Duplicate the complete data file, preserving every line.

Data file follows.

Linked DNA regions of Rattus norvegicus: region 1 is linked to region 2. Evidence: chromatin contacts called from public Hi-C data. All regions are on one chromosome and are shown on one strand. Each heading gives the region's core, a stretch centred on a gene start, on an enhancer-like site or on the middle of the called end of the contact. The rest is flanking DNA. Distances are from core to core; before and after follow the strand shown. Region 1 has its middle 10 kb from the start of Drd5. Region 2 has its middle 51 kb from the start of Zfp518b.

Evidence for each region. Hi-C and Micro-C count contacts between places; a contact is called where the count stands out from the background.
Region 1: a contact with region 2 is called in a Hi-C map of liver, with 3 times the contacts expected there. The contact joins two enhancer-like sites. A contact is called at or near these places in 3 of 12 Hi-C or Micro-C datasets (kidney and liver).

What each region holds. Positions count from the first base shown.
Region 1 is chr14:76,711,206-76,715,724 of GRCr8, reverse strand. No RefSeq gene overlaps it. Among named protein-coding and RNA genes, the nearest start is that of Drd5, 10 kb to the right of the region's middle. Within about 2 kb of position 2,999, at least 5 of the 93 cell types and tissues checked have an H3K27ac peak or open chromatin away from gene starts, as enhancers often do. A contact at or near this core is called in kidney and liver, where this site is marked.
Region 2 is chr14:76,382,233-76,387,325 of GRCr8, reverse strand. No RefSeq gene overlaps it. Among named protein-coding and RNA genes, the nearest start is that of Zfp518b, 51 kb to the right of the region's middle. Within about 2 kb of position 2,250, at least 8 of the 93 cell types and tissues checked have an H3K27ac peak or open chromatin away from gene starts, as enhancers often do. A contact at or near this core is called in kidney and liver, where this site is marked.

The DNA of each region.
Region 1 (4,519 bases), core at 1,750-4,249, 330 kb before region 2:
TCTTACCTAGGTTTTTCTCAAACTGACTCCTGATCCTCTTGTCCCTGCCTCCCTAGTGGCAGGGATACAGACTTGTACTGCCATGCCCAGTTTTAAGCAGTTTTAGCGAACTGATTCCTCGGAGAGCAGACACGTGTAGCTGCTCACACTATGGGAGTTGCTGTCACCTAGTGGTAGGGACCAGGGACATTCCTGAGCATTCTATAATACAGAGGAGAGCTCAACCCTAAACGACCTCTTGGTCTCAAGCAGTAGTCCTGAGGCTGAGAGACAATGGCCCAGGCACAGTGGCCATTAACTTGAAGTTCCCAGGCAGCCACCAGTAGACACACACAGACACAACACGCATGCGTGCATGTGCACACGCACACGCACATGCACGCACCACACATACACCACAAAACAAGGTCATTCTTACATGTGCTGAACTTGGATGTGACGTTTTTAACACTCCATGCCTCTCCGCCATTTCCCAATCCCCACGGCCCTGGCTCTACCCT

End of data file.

Linked DNA regions of Rattus norvegicus: region 1 is linked to region 2. Evidence: chromatin contacts called from public Hi-C data. All regions are on one chromosome and are shown on one strand. Each heading gives the region's core, a stretch centred on a gene start, on an enhancer-like site or on the middle of the called end of the contact. The rest is flanking DNA. Distances are from core to core; before and after follow the strand shown. Region 1 has its middle 10 kb from the start of Drd5. Region 2 has its middle 51 kb from the start of Zfp518b.

Evidence for each region. Hi-C and Micro-C count contacts between places; a contact is called where the count stands out from the background.
Region 1: a contact with region 2 is called in a Hi-C map of liver, with 3 times the contacts expected there. The contact joins two enhancer-like sites. A contact is called at or near these places in 3 of 12 Hi-C or Micro-C datasets (kidney and liver).

What each region holds. Positions count from the first base shown.
Region 1 is chr14:76,711,206-76,715,724 of GRCr8, reverse strand. No RefSeq gene overlaps it. Among named protein-coding and RNA genes, the nearest start is that of Drd5, 10 kb to the right of the region's middle. Within about 2 kb of position 2,999, at least 5 of the 93 cell types and tissues checked have an H3K27ac peak or open chromatin away from gene starts, as enhancers often do. A contact at or near this core is called in kidney and liver, where this site is marked.
Region 2 is chr14:76,382,233-76,387,325 of GRCr8, reverse strand. No RefSeq gene overlaps it. Among named protein-coding and RNA genes, the nearest start is that of Zfp518b, 51 kb to the right of the region's middle. Within about 2 kb of position 2,250, at least 8 of the 93 cell types and tissues checked have an H3K27ac peak or open chromatin away from gene starts, as enhancers often do. A contact at or near this core is called in kidney and liver, where this site is marked.

The DNA of each region.
Region 1 (4,519 bases), core at 1,750-4,249, 330 kb before region 2:
TCTTACCTAGGTTTTTCTCAAACTGACTCCTGATCCTCTTGTCCCTGCCTCCCTAGTGGCAGGGATACAGACTTGTACTGCCATGCCCAGTTTTAAGCAGTTTTAGCGAACTGATTCCTCGGAGAGCAGACACGTGTAGCTGCTCACACTATGGGAGTTGCTGTCACCTAGTGGTAGGGACCAGGGACATTCCTGAGCATTCTATAATACAGAGGAGAGCTCAACCCTAAACGACCTCTTGGTCTCAAGCAGTAGTCCTGAGGCTGAGAGACAATGGCCCAGGCACAGTGGCCATTAACTTGAAGTTCCCAGGCAGCCACCAGTAGACACACACAGACACAACACGCATGCGTGCATGTGCACACGCACACGCACATGCACGCACCACACATACACCACAAAACAAGGTCATTCTTACATGTGCTGAACTTGGATGTGACGTTTTTAACACTCCATGCCTCTCCGCCATTTCCCAATCCCCACGGCCCTGGCTCTACCCT